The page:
Unless Americans come to grips with the long, ugly history of race relations, there is little hope of making fundamental changes in the criminal justice system, speakers told the Smart on Crime conference at John Jay College Tuesday.
Lawmakers and activists cannot tackle criminal justice reforms without addressing systemic racial disparities in the U.S., a conference at John Jay College was told Tuesday.
“They go hand-and-hand,” G.T. Bynum, mayor of Tulsa, Okla., told a discussion panel exploring the continuing impact of racial bias on the criminal justice system.
Bynum noted that his own political career was inspired by the responses to the “massacre” that destroyed Tulsa’s Greenwood neighborhood in 1921, leaving at least 36 dead, and some 10,000 homeless. Often called the country’s worst “race riot,” the incident was sparked and led by whites, effectively obliterating what was then considered the wealthiest African-American community in the U.S.
He noted that none of the ringleaders of the massacre were ever prosecuted, even though police could have easily found out who they were, and compared it to the swift law enforcement reaction to the deadly 1995 Oklahoma City bombing seven decades later.
Other members of the five-person panel made similar points about the nation’s failure to acknowledge the lingering effects of racism on official behavior. The panel was part of the college’s second annual Smart on Crime Innovations Conference, a two-day event where scholars, activists and politicians from across the nation convene to discuss innovative strategies to replace the now-discredited “tough-on-crime” approaches of the 1990s.
Bynum cited as one example from his own city a community-policing model that calls for residents to play active roles in maintaining public safety in their neighborhoods. He said placing the burden solely on police officers can create a disconnect between residents and often overworked and understaffed police forces.
“Criminal justice in the community is reliant on the community,” he said. “It’s every citizen’s job in the community to make that community safer.”
The community-policing model, he added, will not only control crime but also help police officers and residents view one another as allies.
Jason Hernandez, whose life sentence for selling crack cocaine was commuted by former President Barack Obama in 2013, said he doubted that he would have received similar treatment by a white president. Though he championed more diversity in the criminal justice system, he said the issue is deeper than that.
“When you have a Hispanic or African-American officer, prosecutor, or judge—they’re usually one of the worse ones,” he says.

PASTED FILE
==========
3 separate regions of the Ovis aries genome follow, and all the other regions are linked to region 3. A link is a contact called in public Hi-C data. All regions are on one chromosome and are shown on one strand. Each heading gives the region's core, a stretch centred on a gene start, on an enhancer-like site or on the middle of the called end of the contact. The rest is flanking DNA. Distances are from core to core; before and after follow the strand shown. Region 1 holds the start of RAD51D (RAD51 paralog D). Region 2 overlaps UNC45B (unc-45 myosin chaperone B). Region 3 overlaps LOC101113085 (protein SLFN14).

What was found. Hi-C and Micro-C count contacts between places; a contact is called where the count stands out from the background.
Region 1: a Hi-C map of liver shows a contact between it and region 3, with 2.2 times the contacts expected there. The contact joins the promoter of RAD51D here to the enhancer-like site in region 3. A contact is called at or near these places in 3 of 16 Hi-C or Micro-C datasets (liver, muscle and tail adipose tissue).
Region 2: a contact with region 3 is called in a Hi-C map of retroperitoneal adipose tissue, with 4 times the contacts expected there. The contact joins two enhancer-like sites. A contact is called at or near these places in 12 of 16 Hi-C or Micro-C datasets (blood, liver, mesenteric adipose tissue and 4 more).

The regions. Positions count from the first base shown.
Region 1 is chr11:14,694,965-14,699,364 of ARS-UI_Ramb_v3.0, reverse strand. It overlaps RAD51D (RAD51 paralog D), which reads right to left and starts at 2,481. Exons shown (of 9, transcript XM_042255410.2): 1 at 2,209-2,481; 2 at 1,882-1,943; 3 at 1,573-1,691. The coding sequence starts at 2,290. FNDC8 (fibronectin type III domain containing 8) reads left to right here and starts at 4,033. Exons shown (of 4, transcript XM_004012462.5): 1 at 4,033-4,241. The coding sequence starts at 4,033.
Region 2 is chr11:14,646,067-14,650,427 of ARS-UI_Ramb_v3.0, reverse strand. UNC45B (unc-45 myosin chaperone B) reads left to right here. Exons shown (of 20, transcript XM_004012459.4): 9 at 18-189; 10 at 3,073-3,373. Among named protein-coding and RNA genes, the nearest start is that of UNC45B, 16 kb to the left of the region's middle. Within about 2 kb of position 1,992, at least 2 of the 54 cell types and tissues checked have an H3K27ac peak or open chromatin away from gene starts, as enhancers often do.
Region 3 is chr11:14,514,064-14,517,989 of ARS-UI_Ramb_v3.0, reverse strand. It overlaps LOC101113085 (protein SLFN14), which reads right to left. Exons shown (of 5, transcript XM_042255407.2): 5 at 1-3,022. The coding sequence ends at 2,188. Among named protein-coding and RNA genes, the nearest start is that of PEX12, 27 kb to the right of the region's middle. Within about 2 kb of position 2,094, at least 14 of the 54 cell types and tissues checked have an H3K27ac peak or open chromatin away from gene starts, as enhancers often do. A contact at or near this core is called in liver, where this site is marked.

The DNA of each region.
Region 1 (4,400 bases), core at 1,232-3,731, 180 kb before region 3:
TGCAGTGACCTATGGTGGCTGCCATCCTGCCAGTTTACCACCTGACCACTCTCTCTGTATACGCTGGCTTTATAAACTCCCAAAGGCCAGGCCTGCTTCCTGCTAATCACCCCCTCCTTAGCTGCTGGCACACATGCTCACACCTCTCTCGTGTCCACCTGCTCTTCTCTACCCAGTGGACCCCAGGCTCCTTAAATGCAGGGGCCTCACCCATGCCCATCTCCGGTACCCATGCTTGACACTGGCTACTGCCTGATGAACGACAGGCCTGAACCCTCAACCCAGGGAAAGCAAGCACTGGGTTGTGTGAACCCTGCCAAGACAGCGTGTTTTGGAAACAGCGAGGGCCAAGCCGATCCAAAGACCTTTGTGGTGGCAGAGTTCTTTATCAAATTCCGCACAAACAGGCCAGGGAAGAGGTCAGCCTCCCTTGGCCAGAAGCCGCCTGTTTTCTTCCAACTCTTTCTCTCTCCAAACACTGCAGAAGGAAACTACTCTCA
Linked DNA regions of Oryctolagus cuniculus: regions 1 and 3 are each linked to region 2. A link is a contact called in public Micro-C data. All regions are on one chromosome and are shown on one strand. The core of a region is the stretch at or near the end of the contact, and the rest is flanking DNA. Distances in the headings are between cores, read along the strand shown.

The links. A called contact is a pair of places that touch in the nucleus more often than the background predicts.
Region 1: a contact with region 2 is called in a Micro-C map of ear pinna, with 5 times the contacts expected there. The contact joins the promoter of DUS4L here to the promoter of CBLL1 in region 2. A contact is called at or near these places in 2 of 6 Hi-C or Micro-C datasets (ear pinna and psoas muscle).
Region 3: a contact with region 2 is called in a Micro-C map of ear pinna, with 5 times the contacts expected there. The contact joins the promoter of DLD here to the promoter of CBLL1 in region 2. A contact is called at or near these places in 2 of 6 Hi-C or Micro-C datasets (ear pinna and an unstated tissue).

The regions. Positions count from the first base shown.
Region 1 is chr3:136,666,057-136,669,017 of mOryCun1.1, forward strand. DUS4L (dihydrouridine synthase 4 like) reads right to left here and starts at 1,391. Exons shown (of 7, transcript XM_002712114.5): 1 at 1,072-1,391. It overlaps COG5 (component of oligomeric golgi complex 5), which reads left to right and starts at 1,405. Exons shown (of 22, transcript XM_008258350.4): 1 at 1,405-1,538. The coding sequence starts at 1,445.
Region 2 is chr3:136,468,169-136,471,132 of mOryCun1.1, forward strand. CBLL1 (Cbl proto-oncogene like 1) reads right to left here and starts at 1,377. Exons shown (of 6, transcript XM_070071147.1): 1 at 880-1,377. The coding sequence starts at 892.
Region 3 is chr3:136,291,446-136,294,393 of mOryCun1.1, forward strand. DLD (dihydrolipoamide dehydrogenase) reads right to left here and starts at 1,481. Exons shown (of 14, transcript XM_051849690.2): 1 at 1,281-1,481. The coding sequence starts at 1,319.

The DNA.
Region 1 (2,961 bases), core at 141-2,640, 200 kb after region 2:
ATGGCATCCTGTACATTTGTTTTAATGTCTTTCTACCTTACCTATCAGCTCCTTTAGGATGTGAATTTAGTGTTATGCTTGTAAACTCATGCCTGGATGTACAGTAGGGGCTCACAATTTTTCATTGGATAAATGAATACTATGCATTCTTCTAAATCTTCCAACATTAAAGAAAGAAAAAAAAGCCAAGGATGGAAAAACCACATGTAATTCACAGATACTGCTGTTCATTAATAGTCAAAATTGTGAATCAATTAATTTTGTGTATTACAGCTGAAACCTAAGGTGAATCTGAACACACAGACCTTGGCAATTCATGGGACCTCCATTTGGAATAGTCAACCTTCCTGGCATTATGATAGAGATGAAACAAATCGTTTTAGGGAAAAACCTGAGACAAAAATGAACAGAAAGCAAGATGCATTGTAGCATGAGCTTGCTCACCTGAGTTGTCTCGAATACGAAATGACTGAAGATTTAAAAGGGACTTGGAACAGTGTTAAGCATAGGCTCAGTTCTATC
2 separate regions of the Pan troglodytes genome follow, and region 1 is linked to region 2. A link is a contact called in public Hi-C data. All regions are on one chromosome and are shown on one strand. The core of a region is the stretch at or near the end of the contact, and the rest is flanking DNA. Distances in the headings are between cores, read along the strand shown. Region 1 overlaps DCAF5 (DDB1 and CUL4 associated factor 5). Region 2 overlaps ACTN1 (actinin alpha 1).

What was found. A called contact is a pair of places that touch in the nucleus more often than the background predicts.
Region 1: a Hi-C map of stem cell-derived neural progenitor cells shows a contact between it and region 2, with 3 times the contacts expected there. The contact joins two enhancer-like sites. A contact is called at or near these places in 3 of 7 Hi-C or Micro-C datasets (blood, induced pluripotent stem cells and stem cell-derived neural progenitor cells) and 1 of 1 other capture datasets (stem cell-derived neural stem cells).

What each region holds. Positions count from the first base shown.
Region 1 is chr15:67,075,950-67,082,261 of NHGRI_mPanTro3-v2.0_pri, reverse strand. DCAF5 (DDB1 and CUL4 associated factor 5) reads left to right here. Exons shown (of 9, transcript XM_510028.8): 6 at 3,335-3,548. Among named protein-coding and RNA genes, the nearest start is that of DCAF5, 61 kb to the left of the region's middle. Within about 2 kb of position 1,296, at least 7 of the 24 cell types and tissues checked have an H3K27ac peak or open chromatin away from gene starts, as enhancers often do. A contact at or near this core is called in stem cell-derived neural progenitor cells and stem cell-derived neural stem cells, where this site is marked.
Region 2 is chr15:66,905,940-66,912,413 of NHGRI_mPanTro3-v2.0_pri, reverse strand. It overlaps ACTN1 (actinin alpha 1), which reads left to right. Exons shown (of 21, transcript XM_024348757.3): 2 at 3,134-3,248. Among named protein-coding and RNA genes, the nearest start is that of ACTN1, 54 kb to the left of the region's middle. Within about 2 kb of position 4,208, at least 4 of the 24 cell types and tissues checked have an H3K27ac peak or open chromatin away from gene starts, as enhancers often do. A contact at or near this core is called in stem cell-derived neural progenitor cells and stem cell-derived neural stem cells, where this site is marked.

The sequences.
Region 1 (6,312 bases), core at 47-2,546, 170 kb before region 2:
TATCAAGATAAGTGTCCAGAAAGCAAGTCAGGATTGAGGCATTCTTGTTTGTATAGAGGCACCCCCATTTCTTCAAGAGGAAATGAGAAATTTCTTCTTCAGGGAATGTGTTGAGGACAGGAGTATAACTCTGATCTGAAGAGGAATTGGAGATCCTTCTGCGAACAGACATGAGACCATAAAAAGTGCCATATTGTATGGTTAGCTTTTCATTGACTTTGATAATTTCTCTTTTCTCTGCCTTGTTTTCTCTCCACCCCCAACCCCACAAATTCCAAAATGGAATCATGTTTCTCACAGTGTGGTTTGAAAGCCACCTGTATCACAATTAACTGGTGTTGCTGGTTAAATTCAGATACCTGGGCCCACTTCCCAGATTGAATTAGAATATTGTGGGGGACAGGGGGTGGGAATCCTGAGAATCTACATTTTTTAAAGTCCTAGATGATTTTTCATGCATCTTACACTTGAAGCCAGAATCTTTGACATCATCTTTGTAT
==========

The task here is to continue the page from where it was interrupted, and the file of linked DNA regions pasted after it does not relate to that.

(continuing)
“We have to change their mindset. There is no connection between the defendant and the ones that are arresting them, prosecuting them and imposing their sentences.”
Kimberly Foxx, State’s Attorney for Cook County, Il., said it all comes down to access.
As a black woman who lived in public housing in a single-parent household, she argued that she has more in common with the defendants and victims that walk through her courtroom than with the lawyers that work for her. She described how external factors, such as the lack of access, can ruin people lives and lead to mass incarceration.
“It doesn’t begin with the criminal justice system,” she says. “Every piece of those factors—education, affordable housing, mental health access—ends with the criminal justice system.”
For Jeffrey Robinson, American Civil Liberties Union (ACLU) Deputy Legal Director, said learning the true history of U.S. race relations should be the first start of anyone looking for solutions to racial disparities.
“This history is hidden, but it’s hidden in plain sight,” he said. “If we don’t have a common baseline of what race has done to us in America, then it will be impossible to go forward, because we’re all talking about different things.”
Candice Jones, president of the Washington, DC-based Public Welfare Foundation, discussed racial disparities in incarceration and warned people not to rely solely on politicians to find solutions.
“I don’t think we should get under any illusion that one political party is going to save us on this issue,” she said.
“In this nation, we’re dealing with a crisis of human bondage that groups profit from. We have to get concrete pretty quickly on how we’re going to address this stuff. We don’t have another two generations to sacrifice.”
The Smart on Crime conference continued Wednesday.
J. Gabriel Ware is a TCR news intern. Readers’ comments are welcome.